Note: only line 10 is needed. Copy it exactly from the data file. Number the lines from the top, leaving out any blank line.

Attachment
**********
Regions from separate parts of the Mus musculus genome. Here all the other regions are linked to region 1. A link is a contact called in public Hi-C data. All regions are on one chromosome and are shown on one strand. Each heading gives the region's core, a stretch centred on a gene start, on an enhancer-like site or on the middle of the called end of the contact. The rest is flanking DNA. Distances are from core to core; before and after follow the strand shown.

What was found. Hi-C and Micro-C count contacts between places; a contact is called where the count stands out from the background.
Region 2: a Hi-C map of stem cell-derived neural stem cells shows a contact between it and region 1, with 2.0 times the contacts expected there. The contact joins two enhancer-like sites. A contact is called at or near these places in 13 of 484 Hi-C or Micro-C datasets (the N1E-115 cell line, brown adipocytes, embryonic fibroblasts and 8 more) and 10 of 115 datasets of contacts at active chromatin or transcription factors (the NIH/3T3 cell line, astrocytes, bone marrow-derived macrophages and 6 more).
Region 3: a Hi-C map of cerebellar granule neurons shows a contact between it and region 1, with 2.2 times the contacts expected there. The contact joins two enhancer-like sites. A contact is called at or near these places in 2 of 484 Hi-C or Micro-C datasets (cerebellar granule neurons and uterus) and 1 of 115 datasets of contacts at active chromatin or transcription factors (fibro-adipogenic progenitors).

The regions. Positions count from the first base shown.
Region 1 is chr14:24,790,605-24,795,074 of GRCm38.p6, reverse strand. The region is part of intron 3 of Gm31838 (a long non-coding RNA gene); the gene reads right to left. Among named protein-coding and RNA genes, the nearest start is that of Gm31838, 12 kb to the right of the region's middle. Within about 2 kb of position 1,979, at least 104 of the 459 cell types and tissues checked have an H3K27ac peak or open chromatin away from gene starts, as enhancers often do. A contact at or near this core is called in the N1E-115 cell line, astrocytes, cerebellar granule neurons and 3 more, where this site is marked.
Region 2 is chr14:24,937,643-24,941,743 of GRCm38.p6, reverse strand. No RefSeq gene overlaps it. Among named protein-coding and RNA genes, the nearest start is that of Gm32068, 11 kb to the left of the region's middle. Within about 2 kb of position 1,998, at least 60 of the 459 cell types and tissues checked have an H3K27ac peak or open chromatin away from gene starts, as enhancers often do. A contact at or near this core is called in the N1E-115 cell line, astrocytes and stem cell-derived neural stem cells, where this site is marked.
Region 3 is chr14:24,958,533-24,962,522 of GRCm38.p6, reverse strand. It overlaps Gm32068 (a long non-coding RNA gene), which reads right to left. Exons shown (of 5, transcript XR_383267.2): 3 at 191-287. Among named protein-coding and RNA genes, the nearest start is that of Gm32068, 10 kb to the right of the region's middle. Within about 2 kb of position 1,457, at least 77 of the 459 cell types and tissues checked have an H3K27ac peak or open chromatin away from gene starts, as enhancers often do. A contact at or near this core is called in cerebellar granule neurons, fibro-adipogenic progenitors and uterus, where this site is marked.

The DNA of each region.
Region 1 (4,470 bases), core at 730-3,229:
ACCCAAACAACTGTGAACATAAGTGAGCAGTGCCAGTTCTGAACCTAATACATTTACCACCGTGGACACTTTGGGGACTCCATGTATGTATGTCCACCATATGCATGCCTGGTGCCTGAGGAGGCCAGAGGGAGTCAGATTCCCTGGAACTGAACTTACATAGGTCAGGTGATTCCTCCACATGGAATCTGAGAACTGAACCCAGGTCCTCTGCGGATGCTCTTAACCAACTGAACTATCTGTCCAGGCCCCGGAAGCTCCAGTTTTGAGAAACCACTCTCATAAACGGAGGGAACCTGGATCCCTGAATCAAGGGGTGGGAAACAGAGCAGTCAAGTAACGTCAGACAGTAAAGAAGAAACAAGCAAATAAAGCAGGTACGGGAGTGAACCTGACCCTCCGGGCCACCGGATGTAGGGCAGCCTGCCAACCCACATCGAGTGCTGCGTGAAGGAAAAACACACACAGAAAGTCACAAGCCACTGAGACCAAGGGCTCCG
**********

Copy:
Region 1 (4,470 bases), core at 730-3,229: